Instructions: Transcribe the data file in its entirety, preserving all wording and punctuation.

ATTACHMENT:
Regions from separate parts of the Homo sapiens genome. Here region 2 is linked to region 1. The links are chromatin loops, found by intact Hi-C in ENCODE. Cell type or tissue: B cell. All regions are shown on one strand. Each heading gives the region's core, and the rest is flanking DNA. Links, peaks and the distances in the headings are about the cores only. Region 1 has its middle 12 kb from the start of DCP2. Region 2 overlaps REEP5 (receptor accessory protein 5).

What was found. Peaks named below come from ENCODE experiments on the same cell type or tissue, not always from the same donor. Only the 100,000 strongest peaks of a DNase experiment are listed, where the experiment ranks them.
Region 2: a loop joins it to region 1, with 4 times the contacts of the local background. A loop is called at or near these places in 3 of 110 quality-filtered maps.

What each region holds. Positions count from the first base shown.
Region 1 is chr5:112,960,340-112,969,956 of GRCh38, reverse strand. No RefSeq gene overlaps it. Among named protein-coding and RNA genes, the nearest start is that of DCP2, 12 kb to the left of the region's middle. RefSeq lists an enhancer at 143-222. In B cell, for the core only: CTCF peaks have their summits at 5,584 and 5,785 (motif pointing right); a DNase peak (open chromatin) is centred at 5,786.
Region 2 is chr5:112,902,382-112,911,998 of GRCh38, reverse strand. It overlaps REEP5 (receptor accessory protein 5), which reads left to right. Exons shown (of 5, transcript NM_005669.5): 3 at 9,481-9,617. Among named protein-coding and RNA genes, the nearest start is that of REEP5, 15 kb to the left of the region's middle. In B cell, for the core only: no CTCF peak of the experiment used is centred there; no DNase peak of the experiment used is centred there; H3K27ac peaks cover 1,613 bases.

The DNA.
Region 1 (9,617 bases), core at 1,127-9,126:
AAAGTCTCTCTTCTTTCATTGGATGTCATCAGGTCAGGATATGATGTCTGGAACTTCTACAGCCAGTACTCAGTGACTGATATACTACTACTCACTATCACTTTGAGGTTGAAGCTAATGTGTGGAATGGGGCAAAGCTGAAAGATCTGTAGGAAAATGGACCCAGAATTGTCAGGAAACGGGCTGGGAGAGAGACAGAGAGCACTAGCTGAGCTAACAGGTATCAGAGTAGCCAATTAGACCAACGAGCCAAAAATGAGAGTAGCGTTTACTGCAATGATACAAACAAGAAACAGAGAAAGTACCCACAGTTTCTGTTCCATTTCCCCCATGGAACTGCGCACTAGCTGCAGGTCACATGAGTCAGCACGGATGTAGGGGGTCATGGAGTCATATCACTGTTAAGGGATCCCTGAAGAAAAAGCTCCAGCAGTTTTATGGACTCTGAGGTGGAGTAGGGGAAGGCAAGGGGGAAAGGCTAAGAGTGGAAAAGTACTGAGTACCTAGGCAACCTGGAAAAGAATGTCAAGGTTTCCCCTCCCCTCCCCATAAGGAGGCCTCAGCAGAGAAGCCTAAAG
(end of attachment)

Regions from separate parts of the Homo sapiens genome. Here region 2 is linked to region 1. The links are chromatin loops, found by intact Hi-C in ENCODE. Cell type or tissue: B cell. All regions are shown on one strand. Each heading gives the region's core, and the rest is flanking DNA. Links, peaks and the distances in the headings are about the cores only. Region 1 has its middle 12 kb from the start of DCP2. Region 2 overlaps REEP5 (receptor accessory protein 5).

What was found. Peaks named below come from ENCODE experiments on the same cell type or tissue, not always from the same donor. Only the 100,000 strongest peaks of a DNase experiment are listed, where the experiment ranks them.
Region 2: a loop joins it to region 1, with 4 times the contacts of the local background. A loop is called at or near these places in 3 of 110 quality-filtered maps.

What each region holds. Positions count from the first base shown.
Region 1 is chr5:112,960,340-112,969,956 of GRCh38, reverse strand. No RefSeq gene overlaps it. Among named protein-coding and RNA genes, the nearest start is that of DCP2, 12 kb to the left of the region's middle. RefSeq lists an enhancer at 143-222. In B cell, for the core only: CTCF peaks have their summits at 5,584 and 5,785 (motif pointing right); a DNase peak (open chromatin) is centred at 5,786.
Region 2 is chr5:112,902,382-112,911,998 of GRCh38, reverse strand. It overlaps REEP5 (receptor accessory protein 5), which reads left to right. Exons shown (of 5, transcript NM_005669.5): 3 at 9,481-9,617. Among named protein-coding and RNA genes, the nearest start is that of REEP5, 15 kb to the left of the region's middle. In B cell, for the core only: no CTCF peak of the experiment used is centred there; no DNase peak of the experiment used is centred there; H3K27ac peaks cover 1,613 bases.

The DNA.
Region 1 (9,617 bases), core at 1,127-9,126:
AAAGTCTCTCTTCTTTCATTGGATGTCATCAGGTCAGGATATGATGTCTGGAACTTCTACAGCCAGTACTCAGTGACTGATATACTACTACTCACTATCACTTTGAGGTTGAAGCTAATGTGTGGAATGGGGCAAAGCTGAAAGATCTGTAGGAAAATGGACCCAGAATTGTCAGGAAACGGGCTGGGAGAGAGACAGAGAGCACTAGCTGAGCTAACAGGTATCAGAGTAGCCAATTAGACCAACGAGCCAAAAATGAGAGTAGCGTTTACTGCAATGATACAAACAAGAAACAGAGAAAGTACCCACAGTTTCTGTTCCATTTCCCCCATGGAACTGCGCACTAGCTGCAGGTCACATGAGTCAGCACGGATGTAGGGGGTCATGGAGTCATATCACTGTTAAGGGATCCCTGAAGAAAAAGCTCCAGCAGTTTTATGGACTCTGAGGTGGAGTAGGGGAAGGCAAGGGGGAAAGGCTAAGAGTGGAAAAGTACTGAGTACCTAGGCAACCTGGAAAAGAATGTCAAGGTTTCCCCTCCCCTCCCCATAAGGAGGCCTCAGCAGAGAAGCCTAAAG